Here we use a trans-synaptic virus approach to visualize and compare connectivity patterns of neurons in the brainstem to forelimb- or hindlimb-innervating motor neurons in the mouse spinal cord, revealing striking differences of descending input to distinct spinal motor neurons. The medullary reticular formation ventral part (MdV) is a key brainstem area specifically connecting to a subset of forelimb-innervating spinal motor neurons. We show that MdV neurons receive input from upstream motor control centres and are essential for efficient performance of skilled motor tasks. Our findings provide a circuit- and subpopulation-level connectivity map for descending pathways regulating limb motor control and put forward a model in which distinct brainstem hubs differentially address spinal circuits to control motor actions.
Descending pathways carry motor commands to the spinal cord, linking motor plan to task execution. Our study demonstrates that a larger variety of brainstem nuclei target forelimb than hindlimb motor neurons, correlating with the higher complexity and repertoire of forelimb motor tasks. We demonstrate the involvement of the forelimb-dominated brainstem nucleus MdV in expert performance of a skilled motor subroutine, supporting a model in which distinct brainstem subpopulations control aspects of motor behaviour through their specific targeted spinal subcircuits.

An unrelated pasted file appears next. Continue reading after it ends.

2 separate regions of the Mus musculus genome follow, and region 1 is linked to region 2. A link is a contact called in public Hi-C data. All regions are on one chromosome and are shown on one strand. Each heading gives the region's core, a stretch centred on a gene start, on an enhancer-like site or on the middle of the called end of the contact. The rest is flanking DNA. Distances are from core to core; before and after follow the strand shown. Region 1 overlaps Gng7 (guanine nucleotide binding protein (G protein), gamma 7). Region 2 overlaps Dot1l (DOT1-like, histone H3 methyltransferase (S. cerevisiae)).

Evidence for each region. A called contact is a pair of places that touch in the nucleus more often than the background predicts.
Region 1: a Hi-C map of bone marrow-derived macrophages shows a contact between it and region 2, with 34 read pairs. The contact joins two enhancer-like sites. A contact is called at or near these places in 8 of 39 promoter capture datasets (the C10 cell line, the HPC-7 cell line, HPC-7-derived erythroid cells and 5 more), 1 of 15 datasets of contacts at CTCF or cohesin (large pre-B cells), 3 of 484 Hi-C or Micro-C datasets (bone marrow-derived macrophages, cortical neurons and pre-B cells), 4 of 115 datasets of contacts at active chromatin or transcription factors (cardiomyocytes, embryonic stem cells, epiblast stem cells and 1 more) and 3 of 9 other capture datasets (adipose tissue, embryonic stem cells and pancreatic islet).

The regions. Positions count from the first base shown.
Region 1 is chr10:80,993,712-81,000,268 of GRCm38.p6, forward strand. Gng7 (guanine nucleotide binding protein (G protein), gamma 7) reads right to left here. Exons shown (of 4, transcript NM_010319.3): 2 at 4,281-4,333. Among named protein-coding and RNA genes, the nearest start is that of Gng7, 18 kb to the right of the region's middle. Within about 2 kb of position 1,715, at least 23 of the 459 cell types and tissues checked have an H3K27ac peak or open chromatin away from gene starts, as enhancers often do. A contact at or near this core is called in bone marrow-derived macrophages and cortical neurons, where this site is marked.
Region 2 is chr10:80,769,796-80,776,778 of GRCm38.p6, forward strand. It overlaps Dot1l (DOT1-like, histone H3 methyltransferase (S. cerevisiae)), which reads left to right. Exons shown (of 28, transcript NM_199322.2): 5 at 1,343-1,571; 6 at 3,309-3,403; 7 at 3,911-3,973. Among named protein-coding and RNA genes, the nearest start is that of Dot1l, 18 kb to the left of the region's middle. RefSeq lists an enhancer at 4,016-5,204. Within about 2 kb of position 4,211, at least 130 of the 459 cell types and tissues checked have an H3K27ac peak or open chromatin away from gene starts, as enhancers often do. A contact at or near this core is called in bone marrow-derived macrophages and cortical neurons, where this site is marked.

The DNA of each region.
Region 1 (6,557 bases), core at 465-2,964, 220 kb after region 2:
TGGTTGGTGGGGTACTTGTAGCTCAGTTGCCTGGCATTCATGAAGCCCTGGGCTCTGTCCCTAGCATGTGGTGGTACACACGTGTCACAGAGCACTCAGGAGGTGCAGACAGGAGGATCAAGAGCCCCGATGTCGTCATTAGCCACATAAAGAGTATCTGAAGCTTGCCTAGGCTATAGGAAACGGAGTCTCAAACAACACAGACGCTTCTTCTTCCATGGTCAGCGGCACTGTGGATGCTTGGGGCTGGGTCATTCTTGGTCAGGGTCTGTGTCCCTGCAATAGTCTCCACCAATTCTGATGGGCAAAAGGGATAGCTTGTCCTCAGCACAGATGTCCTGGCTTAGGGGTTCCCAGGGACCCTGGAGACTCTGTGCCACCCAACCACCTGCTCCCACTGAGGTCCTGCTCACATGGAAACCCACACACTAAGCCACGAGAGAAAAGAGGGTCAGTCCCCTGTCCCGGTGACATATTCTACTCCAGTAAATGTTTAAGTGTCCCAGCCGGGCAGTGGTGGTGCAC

Forelimb-dominated brainstem nuclei show highly selective synaptic interaction matrices with spinal subcircuits, including specific motor neuron pools and spinal interneurons. Our findings agree with the concept that descending pathways to motor neurons operate through a dichotomous circuit connection strategy of both direct and indirect pathways. Direct pathways deliver commands to specific executing motor neuron pools, thus creating bypass circuits that may provide means to disregard the contribution of local spinal circuits often engaged in rhythmic activities. In contrast, indirect motor command pathways contribute to local spinal computation by intersection with spinal microcircuits to enhance or suppress output channels to targeted motor neuron pools. Dichotomy in descending circuit architecture and its possible correlation to sophistication of skilled movement has been most prominently discussed for motor cortical connections to spinal circuits. Especially during challenging forelimb movements such as reaching or object manipulation, electromyographic recordings provide evidence for complex sequences of muscle contractions, and flexible divergent circuit architecture with access to specific motor neuron pools may allow achieving a higher degree of muscle synergies, known to be regulated by descending pathwaysOur study provides important insight into circuit-level mechanisms and anatomical substrates essential to implement task-specific motor subroutines during the execution of a complex motor program.